Fruity Friday & Happy Spring!

Finally! Another photo shoot! Please enjoy the first day of Spring!



I could not resist photographing this flower. It was growing from a crack between a concrete step and a rock wall. It seemed so alone and beautiful, with purple tinges along the creases in the petals. Happy Spring, Everyone!


Spring might be here, but when I lowered my grow lights to six inches over the plants, some of the carrots decided to die. I moved them back to their original position to avoid killing any more seedlings. Hopefully everything will be fine. I can't figure out a way to better position the lights without spending more money, which, at the moment, I can't do.


The mystery squash isn't doing so well... In fact, all my cucurbits are doing pretty poorly. I will look up nutrient defficiencies for these guys. They are all developing leaves like crazy, but they are chlorotic, underdeveloped, and don't last very long. These plants need something extra that the others might not need as much of... What is it?


This is the Summer Crookneck. Not doing so hot, but look at all the tiny yellow leaves. Not a good sign!


One of the Cheyenne Bush pumpkins. Sigh... I really had wanted to make a home-grown pumpkin pie!


Cheyenne Bush number two--or it may be a different squash! Who knows?



Back to better news... The Guerrilla Gardening project is going well! The edamame and sunflowers are shooting up like crazy! (See in the back.) The squash, potatoes, chickpeas, basil, etc seem to be doing well also--remember, these are for the coworkers who wish to garden too.


My radicchio is doing pretty swell too! There are some bright spots in my garden, even if not everything is doing well!


The Greek Mini Yevani basil is another bright spot in the garden. It is compact, but robust!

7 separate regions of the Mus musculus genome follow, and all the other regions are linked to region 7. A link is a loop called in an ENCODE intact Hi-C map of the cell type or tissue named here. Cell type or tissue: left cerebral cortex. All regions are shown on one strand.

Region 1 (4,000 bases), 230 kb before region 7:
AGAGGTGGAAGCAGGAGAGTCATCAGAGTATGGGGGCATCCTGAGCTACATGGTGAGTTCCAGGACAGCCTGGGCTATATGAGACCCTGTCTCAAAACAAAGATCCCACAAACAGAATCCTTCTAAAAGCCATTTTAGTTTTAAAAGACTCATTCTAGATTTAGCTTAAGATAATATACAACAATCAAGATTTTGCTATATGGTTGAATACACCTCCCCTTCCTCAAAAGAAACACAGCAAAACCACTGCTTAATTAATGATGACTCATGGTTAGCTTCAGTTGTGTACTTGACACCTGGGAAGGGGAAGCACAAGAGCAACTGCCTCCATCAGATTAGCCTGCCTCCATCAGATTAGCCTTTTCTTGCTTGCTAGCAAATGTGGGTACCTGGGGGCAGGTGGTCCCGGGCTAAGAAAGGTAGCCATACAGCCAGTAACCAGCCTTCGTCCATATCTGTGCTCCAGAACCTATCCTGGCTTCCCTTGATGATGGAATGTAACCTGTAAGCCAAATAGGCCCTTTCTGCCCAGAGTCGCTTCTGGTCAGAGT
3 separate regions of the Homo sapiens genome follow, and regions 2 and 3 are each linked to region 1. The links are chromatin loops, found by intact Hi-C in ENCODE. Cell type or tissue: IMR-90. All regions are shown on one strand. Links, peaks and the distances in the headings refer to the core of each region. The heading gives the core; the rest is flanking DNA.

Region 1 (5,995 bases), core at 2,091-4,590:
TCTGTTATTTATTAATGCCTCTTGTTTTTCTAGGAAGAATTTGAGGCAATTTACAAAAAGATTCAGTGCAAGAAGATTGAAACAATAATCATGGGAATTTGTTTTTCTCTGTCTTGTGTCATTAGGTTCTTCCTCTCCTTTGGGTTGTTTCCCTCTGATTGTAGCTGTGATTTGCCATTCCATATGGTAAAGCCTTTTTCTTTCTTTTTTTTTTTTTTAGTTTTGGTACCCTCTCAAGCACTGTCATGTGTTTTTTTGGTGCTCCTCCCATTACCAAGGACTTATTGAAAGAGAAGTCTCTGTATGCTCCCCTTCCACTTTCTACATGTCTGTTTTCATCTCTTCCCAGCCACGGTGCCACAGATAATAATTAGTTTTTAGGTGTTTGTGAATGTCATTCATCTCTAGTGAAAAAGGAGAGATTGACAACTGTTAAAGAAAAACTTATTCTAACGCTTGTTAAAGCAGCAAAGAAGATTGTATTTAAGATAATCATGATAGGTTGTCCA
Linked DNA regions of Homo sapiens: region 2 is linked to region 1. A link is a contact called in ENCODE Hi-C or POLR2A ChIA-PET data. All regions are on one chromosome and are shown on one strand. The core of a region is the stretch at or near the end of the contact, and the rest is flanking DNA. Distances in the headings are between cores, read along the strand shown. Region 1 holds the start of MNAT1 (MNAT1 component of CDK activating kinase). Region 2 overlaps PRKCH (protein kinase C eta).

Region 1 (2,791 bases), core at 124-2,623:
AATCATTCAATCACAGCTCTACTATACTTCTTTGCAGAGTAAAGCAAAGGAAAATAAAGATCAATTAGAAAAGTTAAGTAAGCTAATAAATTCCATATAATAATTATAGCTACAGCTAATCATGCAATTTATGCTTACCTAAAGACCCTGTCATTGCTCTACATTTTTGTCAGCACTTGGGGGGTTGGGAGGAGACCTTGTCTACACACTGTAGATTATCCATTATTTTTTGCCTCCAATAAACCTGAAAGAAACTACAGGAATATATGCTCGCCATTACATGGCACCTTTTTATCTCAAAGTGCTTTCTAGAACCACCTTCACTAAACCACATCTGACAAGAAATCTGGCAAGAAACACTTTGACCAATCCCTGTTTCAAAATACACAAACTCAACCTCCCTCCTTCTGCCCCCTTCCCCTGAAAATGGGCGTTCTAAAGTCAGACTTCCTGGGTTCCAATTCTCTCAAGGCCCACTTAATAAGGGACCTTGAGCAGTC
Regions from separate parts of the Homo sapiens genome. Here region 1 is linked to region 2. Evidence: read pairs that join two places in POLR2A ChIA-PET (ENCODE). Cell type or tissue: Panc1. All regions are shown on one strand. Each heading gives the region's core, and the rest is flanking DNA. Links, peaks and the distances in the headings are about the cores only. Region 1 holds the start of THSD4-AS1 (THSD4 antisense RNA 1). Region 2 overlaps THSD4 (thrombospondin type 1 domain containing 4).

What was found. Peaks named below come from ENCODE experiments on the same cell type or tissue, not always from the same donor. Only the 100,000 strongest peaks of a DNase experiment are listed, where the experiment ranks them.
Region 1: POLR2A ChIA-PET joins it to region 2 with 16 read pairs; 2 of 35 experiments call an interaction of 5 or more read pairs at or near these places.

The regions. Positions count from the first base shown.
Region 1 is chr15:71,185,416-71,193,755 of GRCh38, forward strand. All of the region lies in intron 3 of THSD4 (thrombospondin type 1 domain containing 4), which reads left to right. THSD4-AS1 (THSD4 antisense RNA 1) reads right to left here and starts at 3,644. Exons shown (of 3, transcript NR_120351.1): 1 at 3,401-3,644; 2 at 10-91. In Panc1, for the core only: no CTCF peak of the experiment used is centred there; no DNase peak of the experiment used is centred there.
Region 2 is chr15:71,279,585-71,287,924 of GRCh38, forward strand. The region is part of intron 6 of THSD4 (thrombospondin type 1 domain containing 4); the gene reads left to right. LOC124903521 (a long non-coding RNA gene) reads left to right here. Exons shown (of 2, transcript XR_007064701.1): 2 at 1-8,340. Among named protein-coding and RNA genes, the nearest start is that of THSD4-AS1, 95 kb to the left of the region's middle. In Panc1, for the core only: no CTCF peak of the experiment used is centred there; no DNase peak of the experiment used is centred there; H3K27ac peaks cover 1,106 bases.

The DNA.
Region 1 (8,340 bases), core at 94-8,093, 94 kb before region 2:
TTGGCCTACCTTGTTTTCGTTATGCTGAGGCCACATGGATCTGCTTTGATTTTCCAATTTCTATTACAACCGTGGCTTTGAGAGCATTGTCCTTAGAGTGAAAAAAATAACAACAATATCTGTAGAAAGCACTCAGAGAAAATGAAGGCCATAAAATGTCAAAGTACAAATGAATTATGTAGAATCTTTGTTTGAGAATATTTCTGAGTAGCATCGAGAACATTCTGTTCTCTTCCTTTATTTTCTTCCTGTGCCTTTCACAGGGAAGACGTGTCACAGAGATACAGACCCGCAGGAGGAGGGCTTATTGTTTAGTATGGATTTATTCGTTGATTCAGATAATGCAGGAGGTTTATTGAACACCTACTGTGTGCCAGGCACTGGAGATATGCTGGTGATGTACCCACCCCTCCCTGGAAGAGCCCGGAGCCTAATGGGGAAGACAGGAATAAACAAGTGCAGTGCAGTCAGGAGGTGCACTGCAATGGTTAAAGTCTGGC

And here are the flowering kidney beans. They haven't opened yet, but you can tell that there are inflorescences. Hopefully they'll flower soon so I can take more pictures!


Speaking of flowering... Didn't I read that soybeans have pink flowers? Are they microscopic? Because I look at these plants every frakkin' day and I have never seen any flowers on this edamame plant! And yet, when I got home last night, behold! Baby bean pods!


There were two on the same plant. The other two soybeans didn't have any, but then, I haven't seen any flowers... I'm confused, but happy. I will have fruit in a few weeks! YES!


Yes, technically, little edamame bean pods are fruit! Botanically, there is no such thing as a vegetable; everything we eat is a fruit, a root, a tuber, a leaf, an enlarged receptacle, a seed, or, sometimes, a stem. For example, the "vegetable" tomato is actually a fruit (a berry, to be exact). A strawberry isn't actually a berry--it is an enlarged receptacle. The receptacle is where all the parts of the flower are attached to the stem, basically. But the strawberry "flower" is actually tons of little flowers all mashed together. There are dozens of strawberry fruit on each strawberry we eat--what we think of as the seeds are actually entire fruits with seeds inside! Beans are seeds, bean pods (like green beans) are fruit, carrots are roots, onions are bulbs (fleshy leaves, mostly).

Studying a bit of botany makes growing a vegetable that much more exciting. I need to start looking over my textbooks again. My fruity plants are making me want to learn more! I wonder where I'll find the time...

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3 Responses to Fruity Friday & Happy Spring!

  1. Dude, This is simply awesome!! Edamame are looking good. It's a shame that some of the other plants are having issues. Thanks for the info. I have a few more wrinkles on my really smooth brain.

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  2. Sorry about the carrots! What kind of lamps are you using? The carrots may have gotten too hot. (Unless they have some other issues that just happened to get into 'full bloom' at the same time as you lowered the growlight.)

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  3. Hah, I do think it must have been the heat--the bulbs do give off quite a bit of it! The soil around the dead carrots was dry--only a few inches out, it was moist. Without buying more grow lights, I can't cover the entire garden with light and have them closer to the plants, so it's a better thing to have them further away, I think. That way, the heat/light effect is as uniform as I can make it. I keep the heater on right next to the garden, so I don't think it's too cold for them, and it's getting warmer now outside, so that's awesome.

    If nothing else, I will have a garden full of edamame, which seem to enjoy the way I'm treating them. Whatever grows, grows. It would be easier to tend to plants' individual needs in their own containers, but, well, I'm crazy.

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